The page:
I missed my dramatic moment in a Mexican restaurant on Cinco de Mayo

Last week I sent some stuffed peppers back. They were cold. When I informed the waiter he said “What do you want me to do about it?” but with a “What are YOU going to do about it?” tone. I replied “Can you get me some HOT stuffed peppers?” He walked away. It was Cinco de Mayo and I was in the only Mexican place we knew of. I won’t say the name of the place and the fact that I won’t, annoys me. I want to be able to say this place sucked. Do not go there. But I want them to like me.

I had ordered an appetizer sampler and, in all fairness, I should have sent the whole platter back with the simple complaint “it tastes like shit” but I was in denial that the place sucked. Maybe if they got the stuffed peppers right, it would make up for the rest.
My waiter came back with a side dish, reached over and pushed the two cold stuffed peppers off my plate onto the side plate. He didn’t explain what his plan was, but it was clear, the peppers I had, the cold stuffed peppers that had already been served incorrectly were going back to the kitchen to see how they could be “fixed”.

I thought the best solution would be to bring me two FRESH hot stuffed peppers. But I kept my opinion to myself. It was one of those things that I had to talk to myself about. This Cinco de Mayo Fiesta has shitty food at it; move on, I had to reconstruct my belief system. Instead of sitting there thinking how I SHOULD have called the waiter over then picked up one of the cold peppers with my bare hands and crushed it between my fingers saying “It should be too hot for me to do THIS!” The moment for being dramatic was gone. I missed my moment.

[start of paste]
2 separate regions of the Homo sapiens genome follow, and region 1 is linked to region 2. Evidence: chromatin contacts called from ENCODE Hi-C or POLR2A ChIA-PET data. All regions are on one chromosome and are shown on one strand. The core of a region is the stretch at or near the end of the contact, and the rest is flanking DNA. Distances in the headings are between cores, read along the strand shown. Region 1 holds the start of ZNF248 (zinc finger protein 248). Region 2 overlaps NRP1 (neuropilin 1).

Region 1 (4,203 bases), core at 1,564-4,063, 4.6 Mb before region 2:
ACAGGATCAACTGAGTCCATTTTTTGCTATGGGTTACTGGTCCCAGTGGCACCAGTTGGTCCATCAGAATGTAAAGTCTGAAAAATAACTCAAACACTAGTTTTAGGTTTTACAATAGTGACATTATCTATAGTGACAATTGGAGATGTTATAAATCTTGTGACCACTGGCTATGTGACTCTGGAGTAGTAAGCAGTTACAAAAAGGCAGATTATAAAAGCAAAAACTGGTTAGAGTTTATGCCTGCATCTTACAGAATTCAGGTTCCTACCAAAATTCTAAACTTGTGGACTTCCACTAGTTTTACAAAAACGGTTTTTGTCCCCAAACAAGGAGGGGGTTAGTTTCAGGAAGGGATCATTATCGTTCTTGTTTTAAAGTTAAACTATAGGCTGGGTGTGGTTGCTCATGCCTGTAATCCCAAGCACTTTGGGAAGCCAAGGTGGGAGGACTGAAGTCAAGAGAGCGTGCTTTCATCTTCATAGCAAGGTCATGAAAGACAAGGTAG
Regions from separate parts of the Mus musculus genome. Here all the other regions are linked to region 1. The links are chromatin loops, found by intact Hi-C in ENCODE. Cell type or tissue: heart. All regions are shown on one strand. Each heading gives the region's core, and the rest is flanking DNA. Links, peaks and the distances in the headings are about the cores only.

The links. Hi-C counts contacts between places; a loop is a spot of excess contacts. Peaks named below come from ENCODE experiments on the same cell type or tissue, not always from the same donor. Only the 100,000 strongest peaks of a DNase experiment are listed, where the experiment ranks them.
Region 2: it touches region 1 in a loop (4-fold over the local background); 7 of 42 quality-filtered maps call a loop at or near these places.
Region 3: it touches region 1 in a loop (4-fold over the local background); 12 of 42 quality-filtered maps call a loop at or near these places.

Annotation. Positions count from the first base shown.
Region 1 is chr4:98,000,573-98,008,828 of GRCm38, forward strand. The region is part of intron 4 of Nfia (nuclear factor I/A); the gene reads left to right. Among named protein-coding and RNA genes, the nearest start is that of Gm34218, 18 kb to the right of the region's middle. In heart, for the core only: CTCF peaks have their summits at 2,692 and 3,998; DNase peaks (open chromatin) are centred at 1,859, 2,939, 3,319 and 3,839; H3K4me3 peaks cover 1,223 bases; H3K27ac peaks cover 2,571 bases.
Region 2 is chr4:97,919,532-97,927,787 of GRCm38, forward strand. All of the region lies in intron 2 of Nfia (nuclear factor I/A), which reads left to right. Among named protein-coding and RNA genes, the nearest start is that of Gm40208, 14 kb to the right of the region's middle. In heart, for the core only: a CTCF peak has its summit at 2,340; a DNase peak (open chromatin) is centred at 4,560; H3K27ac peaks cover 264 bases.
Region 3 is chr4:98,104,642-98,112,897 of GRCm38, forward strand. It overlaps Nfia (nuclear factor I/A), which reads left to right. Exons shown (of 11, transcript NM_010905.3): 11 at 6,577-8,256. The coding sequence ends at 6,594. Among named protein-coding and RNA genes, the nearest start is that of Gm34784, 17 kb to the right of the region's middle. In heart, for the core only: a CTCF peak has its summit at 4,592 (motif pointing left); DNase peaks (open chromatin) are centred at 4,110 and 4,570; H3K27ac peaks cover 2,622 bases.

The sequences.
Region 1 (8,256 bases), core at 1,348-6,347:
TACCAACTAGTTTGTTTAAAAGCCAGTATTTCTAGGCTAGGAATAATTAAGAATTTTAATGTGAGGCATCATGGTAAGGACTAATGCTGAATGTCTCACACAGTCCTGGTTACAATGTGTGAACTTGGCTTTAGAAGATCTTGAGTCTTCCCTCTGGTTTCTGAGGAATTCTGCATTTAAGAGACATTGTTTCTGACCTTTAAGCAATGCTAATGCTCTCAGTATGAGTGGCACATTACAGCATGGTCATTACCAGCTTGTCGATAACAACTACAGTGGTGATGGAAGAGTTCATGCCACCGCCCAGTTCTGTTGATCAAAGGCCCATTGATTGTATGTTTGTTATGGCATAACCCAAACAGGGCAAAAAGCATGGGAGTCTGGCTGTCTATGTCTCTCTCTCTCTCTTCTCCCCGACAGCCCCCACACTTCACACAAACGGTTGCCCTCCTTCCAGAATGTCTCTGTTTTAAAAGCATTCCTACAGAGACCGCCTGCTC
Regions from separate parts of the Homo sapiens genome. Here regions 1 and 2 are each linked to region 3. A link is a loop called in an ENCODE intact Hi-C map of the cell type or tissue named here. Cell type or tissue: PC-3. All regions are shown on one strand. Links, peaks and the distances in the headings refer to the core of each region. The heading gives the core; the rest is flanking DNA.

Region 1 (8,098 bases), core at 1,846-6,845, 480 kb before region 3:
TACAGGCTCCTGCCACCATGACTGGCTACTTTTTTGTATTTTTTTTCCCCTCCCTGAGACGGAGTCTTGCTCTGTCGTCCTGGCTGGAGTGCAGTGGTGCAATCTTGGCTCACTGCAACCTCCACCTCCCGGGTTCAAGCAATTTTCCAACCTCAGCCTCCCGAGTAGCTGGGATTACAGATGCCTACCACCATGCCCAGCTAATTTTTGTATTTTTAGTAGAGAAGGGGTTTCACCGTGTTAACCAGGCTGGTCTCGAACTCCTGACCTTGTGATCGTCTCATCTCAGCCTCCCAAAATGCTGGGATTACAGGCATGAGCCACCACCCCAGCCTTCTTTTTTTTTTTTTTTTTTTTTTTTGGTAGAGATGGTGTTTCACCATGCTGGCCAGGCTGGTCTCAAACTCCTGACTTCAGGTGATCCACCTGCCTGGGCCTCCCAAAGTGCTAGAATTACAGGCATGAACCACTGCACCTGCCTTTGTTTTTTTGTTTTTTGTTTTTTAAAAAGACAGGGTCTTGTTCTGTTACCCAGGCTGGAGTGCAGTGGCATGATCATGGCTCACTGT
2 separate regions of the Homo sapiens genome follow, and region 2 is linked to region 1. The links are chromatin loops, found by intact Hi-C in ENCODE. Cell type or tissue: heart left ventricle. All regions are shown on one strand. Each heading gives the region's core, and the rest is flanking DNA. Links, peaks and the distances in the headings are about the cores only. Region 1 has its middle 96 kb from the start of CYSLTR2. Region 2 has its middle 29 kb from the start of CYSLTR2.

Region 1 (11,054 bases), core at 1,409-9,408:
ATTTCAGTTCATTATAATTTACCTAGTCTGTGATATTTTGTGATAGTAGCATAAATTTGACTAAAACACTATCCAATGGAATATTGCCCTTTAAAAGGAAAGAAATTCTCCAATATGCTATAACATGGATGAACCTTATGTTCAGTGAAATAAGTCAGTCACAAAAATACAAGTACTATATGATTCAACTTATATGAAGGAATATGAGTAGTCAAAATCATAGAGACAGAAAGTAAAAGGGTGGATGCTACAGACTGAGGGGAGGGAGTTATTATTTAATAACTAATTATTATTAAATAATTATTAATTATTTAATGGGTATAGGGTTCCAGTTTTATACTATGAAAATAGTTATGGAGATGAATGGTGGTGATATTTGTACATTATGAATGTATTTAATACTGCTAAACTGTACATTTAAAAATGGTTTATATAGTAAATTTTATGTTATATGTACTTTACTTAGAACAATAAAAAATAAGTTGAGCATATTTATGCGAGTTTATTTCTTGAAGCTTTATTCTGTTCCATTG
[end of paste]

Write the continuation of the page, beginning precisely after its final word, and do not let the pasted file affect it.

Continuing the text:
I remember the first time I saw my mother send something back. I was so embarrassed. My mother said “Hey, I’m entitled to ENJOY the meal I am buying from them” I had never really thought of it that way before. I liked it. I thought “Yeah! Me too!”

It took me a few tries to feel confident when I sent something back. Now, years of experience sending shit back later, I feel majestic when I have a valid complaint. It’s like being an investigative journalist and stumbling across a great story. You’re just out for a quick Mexican appetizer sampler and boom you walk into a subpar restaurant that is trying to sell you food that isn’t fit for the market.

Only in this story, I didn’t teach them how to make good hot peppers and then we all became friends and their business took off and every year they sent me goofy pepper gifts like a Pamela Anderson pepper doll; a hot pepper vinyl purse; some footie pajamas that make me look like a pepper. Nope.
In this story the waiter comes back and clears the table. He doesn’t mention the plate looks exactly the way he brought it to us. No comment. No “Hey, was everything ok with the melted orange cheese with the coagulated somethings? What about the nachos with the weird pinkish grey beans? Wait, you never ate the hot peppers, let’s talk about it.”

I still gave a 20 percent tip.
The shots of tequila were enormous.

Thanks for listening!
Kendra is a stand up comic living in Brooklyn where she owns a super comfortable bed. She spends most of her time wondering where the hell her sugar daddy is and hoping he didn’t settle.
twitter @theotherkendra

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